Monday Tech Wake-Up—2.27.2012 Edition
Monday Tech Wake-Up—2.27.2012 Edition
By Mark Devlin
February 27, 2012
Tech Materials: U.S. Army Contracts Underpants Gnomes
A soldier can be killed or lose limbs in the horrific event of nearby IED blast and could also lose, well, private parts.
Taking the lead from Brits with their Blast Boxers, the U.S. Army has developed the Pelvic Protection System, according to this Gizmag article (via U.S Army). In typical government fashion, we’re about to get into various acronyms here. The PPS consists of a Tier I protective under-garment (PUG) worn under the soldier’s uniform, a Tier II protective out-garment (POG) is worn over the soldier’s uniform.
Here’s a clip, starting off with the PUG…
It has a breathable, moisture wicking material on the outer thighs and knitted Kevlar along the inner thighs to protect the fleshy parts of the thigh and the femoral artery. Additional knitted or woven Kevlar is located over the groin. The fabric has been tested to ensure it won't melt or drip when exposed to extreme heat.
The POG is more rigid and offers more ballistic protection. While the PUG can be worn on its own, Lt. Col. Frank J. Lozano, PEO Soldier protective equipment, says the POG should always be worn with the PUG.
Remember the teachings of the Underpants Gnomes...
Phase 1. Collect Underpants
Phase 2: ? (Or, Redesign in Kevlar)
Phase 3: Profit
So far deployed to 15,000 soldiers, the typical system consists of three PUGs and one POG.
Also handy in executive meetings, the system greatly increases the chances of wounded soldiers reproducing later on.
Beware Your Toddler
According to this piece at the UK’s PC Pro (via Slashdot), some low-life types have started using kids’ games to steal their parents’ data. Don’t worry, it’s (so far?) not stuff that you would have installed. They’re Flash-based web games for young kids.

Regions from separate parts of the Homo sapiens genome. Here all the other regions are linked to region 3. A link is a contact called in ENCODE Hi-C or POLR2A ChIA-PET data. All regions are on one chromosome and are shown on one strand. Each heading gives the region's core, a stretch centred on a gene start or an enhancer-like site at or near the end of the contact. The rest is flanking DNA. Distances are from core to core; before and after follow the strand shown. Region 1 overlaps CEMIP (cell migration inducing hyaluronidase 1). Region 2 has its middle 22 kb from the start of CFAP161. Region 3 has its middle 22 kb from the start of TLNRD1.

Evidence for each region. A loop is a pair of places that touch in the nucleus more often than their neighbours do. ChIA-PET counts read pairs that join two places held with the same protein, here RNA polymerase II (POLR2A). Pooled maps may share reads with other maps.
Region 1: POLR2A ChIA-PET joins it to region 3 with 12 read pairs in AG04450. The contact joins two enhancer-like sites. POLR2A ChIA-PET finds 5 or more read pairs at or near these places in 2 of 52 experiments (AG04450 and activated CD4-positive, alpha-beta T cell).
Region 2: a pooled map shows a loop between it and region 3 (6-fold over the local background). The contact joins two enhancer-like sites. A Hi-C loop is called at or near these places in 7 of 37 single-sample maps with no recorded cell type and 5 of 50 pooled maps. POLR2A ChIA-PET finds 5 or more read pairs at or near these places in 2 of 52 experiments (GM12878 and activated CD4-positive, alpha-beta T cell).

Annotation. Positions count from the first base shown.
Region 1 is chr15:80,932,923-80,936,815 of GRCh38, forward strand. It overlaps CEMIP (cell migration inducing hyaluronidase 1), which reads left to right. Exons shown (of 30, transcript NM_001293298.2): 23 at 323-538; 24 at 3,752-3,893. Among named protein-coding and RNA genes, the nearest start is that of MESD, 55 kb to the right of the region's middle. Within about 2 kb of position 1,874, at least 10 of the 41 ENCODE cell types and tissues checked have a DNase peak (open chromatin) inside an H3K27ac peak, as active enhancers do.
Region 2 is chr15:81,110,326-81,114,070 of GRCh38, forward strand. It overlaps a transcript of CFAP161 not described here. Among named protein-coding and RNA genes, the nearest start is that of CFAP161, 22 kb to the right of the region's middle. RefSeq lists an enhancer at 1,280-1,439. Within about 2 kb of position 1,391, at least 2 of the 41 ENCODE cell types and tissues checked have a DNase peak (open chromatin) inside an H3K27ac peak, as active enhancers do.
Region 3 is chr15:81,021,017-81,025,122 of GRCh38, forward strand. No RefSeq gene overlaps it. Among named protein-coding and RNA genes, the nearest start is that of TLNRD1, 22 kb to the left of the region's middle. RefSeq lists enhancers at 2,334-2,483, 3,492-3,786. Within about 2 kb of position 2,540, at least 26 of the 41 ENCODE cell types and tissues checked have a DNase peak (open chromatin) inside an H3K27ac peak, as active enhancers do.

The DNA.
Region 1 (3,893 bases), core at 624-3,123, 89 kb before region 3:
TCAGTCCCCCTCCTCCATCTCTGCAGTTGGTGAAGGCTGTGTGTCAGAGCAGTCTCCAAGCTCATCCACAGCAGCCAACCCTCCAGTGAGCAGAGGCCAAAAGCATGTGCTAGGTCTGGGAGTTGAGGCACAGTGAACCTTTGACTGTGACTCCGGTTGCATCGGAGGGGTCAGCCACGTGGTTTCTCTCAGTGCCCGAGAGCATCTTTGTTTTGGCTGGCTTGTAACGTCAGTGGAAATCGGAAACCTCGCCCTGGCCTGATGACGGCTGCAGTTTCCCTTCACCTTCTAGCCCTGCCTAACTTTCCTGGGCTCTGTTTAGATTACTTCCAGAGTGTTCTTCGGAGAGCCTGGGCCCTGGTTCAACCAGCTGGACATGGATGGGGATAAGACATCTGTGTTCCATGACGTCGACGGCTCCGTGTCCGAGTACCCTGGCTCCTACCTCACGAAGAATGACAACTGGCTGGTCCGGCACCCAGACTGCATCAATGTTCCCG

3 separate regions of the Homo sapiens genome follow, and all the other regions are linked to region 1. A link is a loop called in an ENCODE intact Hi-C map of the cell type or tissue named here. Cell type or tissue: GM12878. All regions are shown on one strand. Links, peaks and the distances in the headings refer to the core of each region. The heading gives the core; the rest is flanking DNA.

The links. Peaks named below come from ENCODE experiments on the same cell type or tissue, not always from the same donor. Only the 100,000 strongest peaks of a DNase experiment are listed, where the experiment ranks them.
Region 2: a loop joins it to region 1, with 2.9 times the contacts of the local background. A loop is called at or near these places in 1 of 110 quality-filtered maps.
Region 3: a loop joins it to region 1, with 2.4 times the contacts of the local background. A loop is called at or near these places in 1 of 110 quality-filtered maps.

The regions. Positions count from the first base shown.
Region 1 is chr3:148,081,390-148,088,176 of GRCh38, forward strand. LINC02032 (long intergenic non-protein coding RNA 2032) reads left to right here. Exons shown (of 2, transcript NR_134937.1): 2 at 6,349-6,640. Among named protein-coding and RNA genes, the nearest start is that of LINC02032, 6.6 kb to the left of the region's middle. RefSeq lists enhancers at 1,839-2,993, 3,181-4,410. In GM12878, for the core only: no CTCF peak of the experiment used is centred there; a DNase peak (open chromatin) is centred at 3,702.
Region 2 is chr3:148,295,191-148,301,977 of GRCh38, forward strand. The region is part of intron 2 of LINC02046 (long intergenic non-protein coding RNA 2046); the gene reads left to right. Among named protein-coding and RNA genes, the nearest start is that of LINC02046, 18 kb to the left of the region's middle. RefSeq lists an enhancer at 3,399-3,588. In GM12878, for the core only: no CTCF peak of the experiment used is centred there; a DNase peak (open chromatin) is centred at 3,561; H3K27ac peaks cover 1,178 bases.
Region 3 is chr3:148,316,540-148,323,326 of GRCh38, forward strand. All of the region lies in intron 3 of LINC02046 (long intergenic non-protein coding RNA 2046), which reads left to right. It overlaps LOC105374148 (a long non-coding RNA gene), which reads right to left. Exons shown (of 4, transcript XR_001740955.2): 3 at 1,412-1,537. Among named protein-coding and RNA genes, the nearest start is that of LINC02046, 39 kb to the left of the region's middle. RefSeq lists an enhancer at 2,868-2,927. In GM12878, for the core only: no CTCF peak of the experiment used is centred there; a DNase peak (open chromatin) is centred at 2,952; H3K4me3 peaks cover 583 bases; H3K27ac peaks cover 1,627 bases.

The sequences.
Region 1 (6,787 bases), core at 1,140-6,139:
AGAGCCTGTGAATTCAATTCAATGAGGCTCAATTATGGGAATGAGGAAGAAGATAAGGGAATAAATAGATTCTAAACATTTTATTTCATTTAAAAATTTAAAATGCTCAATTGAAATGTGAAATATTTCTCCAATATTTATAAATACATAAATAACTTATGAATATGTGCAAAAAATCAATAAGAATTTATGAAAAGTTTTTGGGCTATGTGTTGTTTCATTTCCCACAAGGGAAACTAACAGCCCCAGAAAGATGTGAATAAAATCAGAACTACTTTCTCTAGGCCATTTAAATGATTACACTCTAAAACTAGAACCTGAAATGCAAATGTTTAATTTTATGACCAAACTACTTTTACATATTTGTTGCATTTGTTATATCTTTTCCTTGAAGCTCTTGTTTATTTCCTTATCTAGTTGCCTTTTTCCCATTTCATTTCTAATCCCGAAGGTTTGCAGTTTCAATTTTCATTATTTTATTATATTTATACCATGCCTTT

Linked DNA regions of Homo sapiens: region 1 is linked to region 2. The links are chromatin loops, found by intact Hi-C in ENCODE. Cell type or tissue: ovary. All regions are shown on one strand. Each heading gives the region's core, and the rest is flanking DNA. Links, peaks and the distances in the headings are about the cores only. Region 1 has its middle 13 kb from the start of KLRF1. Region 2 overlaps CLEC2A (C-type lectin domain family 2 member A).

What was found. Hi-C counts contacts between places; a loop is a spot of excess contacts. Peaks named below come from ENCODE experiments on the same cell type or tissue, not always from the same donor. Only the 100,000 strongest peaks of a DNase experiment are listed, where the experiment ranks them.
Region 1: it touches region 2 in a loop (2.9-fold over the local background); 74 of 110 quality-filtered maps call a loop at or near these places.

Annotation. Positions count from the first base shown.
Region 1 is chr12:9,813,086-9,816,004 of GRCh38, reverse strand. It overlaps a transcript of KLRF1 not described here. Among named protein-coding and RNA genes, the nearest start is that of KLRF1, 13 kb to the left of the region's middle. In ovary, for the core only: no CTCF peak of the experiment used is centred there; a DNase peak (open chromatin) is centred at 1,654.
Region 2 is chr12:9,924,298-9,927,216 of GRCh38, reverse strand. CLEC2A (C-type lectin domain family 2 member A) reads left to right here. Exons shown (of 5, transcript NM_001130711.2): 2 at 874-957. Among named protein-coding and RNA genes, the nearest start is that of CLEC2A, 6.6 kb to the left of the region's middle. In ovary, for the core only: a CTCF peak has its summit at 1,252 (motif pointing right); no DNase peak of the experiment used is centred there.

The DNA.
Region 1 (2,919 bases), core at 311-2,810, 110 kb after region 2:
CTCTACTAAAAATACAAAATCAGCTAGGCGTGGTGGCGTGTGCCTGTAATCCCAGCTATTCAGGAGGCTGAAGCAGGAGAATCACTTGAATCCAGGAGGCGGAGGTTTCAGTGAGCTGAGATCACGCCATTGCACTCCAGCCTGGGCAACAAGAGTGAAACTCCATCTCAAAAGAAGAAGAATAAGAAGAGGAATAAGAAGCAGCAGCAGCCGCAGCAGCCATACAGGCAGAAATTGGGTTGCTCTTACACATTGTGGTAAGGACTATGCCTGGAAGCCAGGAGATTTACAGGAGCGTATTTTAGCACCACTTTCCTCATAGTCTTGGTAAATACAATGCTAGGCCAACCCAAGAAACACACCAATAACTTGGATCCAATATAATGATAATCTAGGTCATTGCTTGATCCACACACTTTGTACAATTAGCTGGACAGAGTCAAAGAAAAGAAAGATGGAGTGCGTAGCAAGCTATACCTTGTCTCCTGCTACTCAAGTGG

Here are a couple of seriously disturbing clips, starting off with a big “Click here for more games” on a data-thieving site, which…
…then takes the clicker to a different site, where another game pops up or downloads while at the same time a remote access trojan (RAT) capable of stealing financial data is installed. Pretty fiendish, and likely to fool a financially profitable number of parents into allowing their kids to use these games unsupervised, or fail to notice when the bad stuff was being installed.
But worse still, BitDefender even found one painting application where the very act of swiping the paintbrush over an online pet to change the colour of the virtual animal was enough to trigger redirection to an infected site.
According to BitDefender, nearly 25% of parents don’t supervise their kids’ online activity.
Speaking of Threats: Think You Need Mobile AV?
Maybe, maybe not. I’ve installed free AVG Mobilation on my Android phone, just in case. (So far, I’ve noticed no performance or usability hits.)
Is it really necessary? Perhaps not. Eugene Kaspersky, of Kaspersky Lab, says that the threat is real but small, according to this Wall Street Journal article…